Researchers at the European Bioenergy Research Institute (EBRI) have developed the Pyroformer™, an innovative bioenergy solution which is unique in its use of multiple waste feedstocks to generate cost-effective heat and power and reduce the world’s reliance on fossil fuels. The Pyroformer™ offers the potential for carbon negative heat and power generation. Making power from waste using the Pyroformer™ has environmental, social and economic benefits
All types of pyrolysis are being researched and developed in EBRI including fast, intermediate and slow pyrolysis, as well as torrefaction and biochar. Pyrolysis is thermal decomposition occurring in the absence of oxygen. Lower process temperatures and longer vapour residence times favour the production of charcoal. High temperatures and longer residence times increase biomass conversion to gas, and moderate temperatures and short vapour residence time are optimum for producing liquids. Three products – gas, liquid and solid – are always produced.
EBRI’s research is mainly focused on addressing the technical barriers of existing gasification technology through research and development. Current gasification research activity involves the coupling of an intermediate pyrolysis technology developed by EBRI – the Pyroformer™ – with a fluidised bed gasifier. The aim is to deliver a purely gaseous fuel from the pyrolysis of a wide range of traditionally difficult, low-value feedstocks. As well as the attraction of having a simple and easy to handle product, this arrangement also avoids the need for a condenser, filtration unit and aerosol precipitator which are required for a stand-alone pyrolysis process. It also provides for the separation before gasification of a fraction of biochar which is valuable in its own right, but which also contains all the ash components of the feed. Such components could cause serious problems within the gasifier itself. EBRI also carries out more fundamental studies into downdraft and fluidised bed gasification using a combination of laboratory-scale units and computational modelling. One particular area of interest is dual fluidised bed gasification where the gas is produced in the absence of oxygen in one bed, and the resulting char is separated and combusted in a second bed in order to return the necessary heat to the first bed.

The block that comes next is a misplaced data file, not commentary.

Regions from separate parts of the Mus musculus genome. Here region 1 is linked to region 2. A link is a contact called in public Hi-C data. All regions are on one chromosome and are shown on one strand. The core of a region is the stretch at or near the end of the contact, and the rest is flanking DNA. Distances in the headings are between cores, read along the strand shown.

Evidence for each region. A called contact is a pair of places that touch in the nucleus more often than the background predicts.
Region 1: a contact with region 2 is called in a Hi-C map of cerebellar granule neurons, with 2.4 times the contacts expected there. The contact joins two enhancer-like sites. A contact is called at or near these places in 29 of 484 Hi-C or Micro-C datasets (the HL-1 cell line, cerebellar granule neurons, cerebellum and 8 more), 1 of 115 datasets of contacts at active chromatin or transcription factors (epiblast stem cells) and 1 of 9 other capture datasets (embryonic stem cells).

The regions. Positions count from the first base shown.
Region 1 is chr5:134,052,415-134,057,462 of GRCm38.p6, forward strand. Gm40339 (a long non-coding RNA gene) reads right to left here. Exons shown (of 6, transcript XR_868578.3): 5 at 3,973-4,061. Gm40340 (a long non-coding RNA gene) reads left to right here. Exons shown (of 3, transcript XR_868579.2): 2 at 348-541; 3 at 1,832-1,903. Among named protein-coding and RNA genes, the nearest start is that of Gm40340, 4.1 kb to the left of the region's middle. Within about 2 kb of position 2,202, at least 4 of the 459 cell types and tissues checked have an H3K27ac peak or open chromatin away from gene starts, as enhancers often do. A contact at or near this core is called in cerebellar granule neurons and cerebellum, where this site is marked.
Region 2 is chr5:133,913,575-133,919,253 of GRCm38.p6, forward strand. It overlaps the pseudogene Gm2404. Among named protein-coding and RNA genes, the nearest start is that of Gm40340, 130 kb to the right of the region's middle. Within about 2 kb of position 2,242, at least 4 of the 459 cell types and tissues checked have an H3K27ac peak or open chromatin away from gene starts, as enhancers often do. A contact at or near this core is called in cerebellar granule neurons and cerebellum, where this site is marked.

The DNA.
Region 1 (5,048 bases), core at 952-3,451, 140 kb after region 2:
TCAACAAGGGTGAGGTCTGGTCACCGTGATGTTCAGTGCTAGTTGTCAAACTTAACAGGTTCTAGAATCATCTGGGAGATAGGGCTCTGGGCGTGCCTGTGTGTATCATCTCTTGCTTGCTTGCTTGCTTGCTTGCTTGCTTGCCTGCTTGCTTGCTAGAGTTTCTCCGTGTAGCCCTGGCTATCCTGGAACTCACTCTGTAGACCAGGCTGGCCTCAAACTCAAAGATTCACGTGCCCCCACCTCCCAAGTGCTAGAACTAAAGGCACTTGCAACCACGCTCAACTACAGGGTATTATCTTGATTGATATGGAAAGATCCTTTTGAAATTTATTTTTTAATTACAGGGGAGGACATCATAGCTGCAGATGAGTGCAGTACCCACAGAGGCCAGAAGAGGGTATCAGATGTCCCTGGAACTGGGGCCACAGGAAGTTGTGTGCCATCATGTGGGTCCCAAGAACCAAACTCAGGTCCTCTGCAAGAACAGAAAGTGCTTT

EBRI’s research focuses on developing new heterogeneous catalysts for the sustainable transformation of biomass into fuels and chemicals. Through the use of advanced nanotechnologies and surface sensitive techniques, we aim to obtain molecular level insight into important surface phenomena over metal, metal oxide and alloy catalysts. The importance of surface chemistry in everyday life is also reflected in the diversity of research undertaken within our group, ranging from designer catalysts for clean chemical synthesis, to improved magnetic materials for high density data storage and even novel antibacterial wound dressings. A particular focus of EBRI’s research is the rational design of new heterogeneous catalysts for green and sustainable chemistry, and the associated development of cutting-edge instrumental techniques (e.g. operando XAS and time-resolved XPS) for investigating dynamic structural and chemical changes within such catalytically-active materials. EBRI is using these methodologies to explore a host of industrially important chemical transformations including alkane activation over model automotive exhaust catalysts, aerobic selective oxidation of alcohols, and the origin of promotional effects in sulphated zirconia solid acid catalysts. A particular interest is in tuning pore architectures to improve in-pore mass transport of bulky reactants and products typically encountered during biomass transformation.
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